Cyanide toxicity is risked at doses of 0.5 to 3.5mg per kilogram of body weight. Symptoms include:
- Stomach cramps
The chances of you getting cyanide poisoning from the seeds of fruits is extremely rare.
It will take an incredible number of seeds to make you sick.
Raw apricot seeds contain about 9mg per seed, while peach seeds contain about 4mg.
It is unlikely you feel the effects of accidentally eating a seed or two.
Apples and crabapples also contain amygdalin but in much lesser amounts.
It would take a whole cup of apple seeds to make ingestion dangerous.
The only way to get cyanide toxicity from apple seeds would be to remove the seeds from an entire bushel of apples and eat them all at once.
Can You Eat Orange Peels?
Be sure to thoroughly wash peels before consumption to remove any lingering pesticides that might have been used to protect oranges from mold and insects.
Alternatively, only use peels from organically grown oranges but still wash them.
The peels of oranges contain a good amount of polyphenols that protect against diseases.
They also contain limonene, a natural chemical that is known to reduce the risk of cancer.
The essential oil in orange peels has anti-inflammatory properties and is linked to boosting immune systems.
Orange peels are roughly textured and bitter, not everyone’s favorite taste.
To counter this, you can eat small amounts at a time or make orange peel tea.
To make orange peel tea, add one teaspoon of finely chopped peels to some water and bring it to a boil.
Boil the mixture for 10 minutes, then strain the tea into the cup, and voila! Orange peel tea!
Orange peels also help with constipation and improve overall gut health.
They have also been credited with reducing acidity and preventing heartburn.
In addition, you can use the peels to make citrus-flavored seasoning salt or citrus-flavored sugar.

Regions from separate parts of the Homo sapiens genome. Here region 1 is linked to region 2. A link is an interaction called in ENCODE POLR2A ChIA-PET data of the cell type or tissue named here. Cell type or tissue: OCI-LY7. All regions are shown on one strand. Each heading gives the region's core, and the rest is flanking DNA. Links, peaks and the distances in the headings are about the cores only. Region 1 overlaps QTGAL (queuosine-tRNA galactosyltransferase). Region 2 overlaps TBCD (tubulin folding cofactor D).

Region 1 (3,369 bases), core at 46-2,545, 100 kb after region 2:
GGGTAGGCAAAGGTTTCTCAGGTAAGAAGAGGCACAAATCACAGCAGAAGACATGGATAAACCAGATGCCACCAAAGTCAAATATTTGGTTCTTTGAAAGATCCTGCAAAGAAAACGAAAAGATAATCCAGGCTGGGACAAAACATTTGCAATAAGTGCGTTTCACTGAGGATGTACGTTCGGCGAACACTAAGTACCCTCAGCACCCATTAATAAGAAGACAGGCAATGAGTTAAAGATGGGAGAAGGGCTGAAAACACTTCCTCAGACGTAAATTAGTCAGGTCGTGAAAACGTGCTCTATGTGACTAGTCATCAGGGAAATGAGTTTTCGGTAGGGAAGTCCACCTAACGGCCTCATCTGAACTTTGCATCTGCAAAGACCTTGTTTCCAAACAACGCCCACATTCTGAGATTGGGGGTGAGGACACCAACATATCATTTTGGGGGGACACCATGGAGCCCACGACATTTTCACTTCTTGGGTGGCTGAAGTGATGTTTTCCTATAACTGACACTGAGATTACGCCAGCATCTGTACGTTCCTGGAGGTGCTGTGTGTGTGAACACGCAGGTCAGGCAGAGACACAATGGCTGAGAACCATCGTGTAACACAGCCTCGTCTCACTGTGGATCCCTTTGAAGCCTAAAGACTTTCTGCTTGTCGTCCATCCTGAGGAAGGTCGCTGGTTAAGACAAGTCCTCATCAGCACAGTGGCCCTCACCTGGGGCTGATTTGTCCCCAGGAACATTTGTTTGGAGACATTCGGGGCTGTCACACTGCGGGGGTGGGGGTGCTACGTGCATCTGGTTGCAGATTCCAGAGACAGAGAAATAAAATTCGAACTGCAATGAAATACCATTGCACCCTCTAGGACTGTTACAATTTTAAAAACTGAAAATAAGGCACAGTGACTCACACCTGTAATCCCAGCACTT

You can keep some dried orange peels perpetually on hand to add to salads and drinks by roasting them in an oven to dry them out and storing them in an airtight jar.
Alternatively, you can make orange peel powder and add a dash to drinks and food for the extra citrus zest to dishes.
Grated orange peels also make great additions to soups and salads.
Orange peels have several other uses.
Placing them in a jar of sugar will stop the sugar from hardening.
They absorb moisture and prevent the sugar from solidifying.
You can use unwanted peels as a natural sponge.
The peels are an excellent addition to cleaning products as the oils act as a natural degreaser.
To make a natural homemade cleaning solution, keep some orange peels in an airtight jar and cover them with vinegar and water in equal parts.
Keep the jar in the fridge for a few weeks, shaking occasionally and circulating the liquid.
When ready, strain the liquid and place it in a spray bottle.
Now you’ve got a natural cleaning solution for all your countertops, tables, and whatever you need to wipe down.
The bonus is that your home will smell citrus fresh!
Peels are also great for fighting odors.
Placed strategically throughout the house in mesh or muslin bags, they can help with any musty-smelling areas like basements or trash cans.
Ants, mosquitoes, and some other creepy crawlies seem to avoid citrus fruit.
Scattering peels in your garden or home might help repel some pests.
Make a bug repellant by soaking peels in water for a few weeks and spraying the mixture where you want to stop bugs in their tracks.
Why Is Orange Peel Bad For You?
In addition, pesticides are often used in fruit farms.
Although the fruit itself has been shown to contain little to no pesticides, the peels usually contain much higher amounts. (Source)
When eating peels, wash them thoroughly with hot water to reduce the number of pesticides.
Alternatively, only buy organic oranges grown without the use of chemicals.
Eat small amounts of peels at a time to reduce the risk of any stomach discomfort.
I’m Chris Watson & the Founder of EatForLonger.com. I’m a food and wellbeing enthusiast researching and sharing foodstuffs and simple food-based concepts, such as fasting and clean eating.
I hope it inspires you to make tiny changes to what you eat and when you eat while optimizing your healthspan and all-around well-being.
Read more About Me here.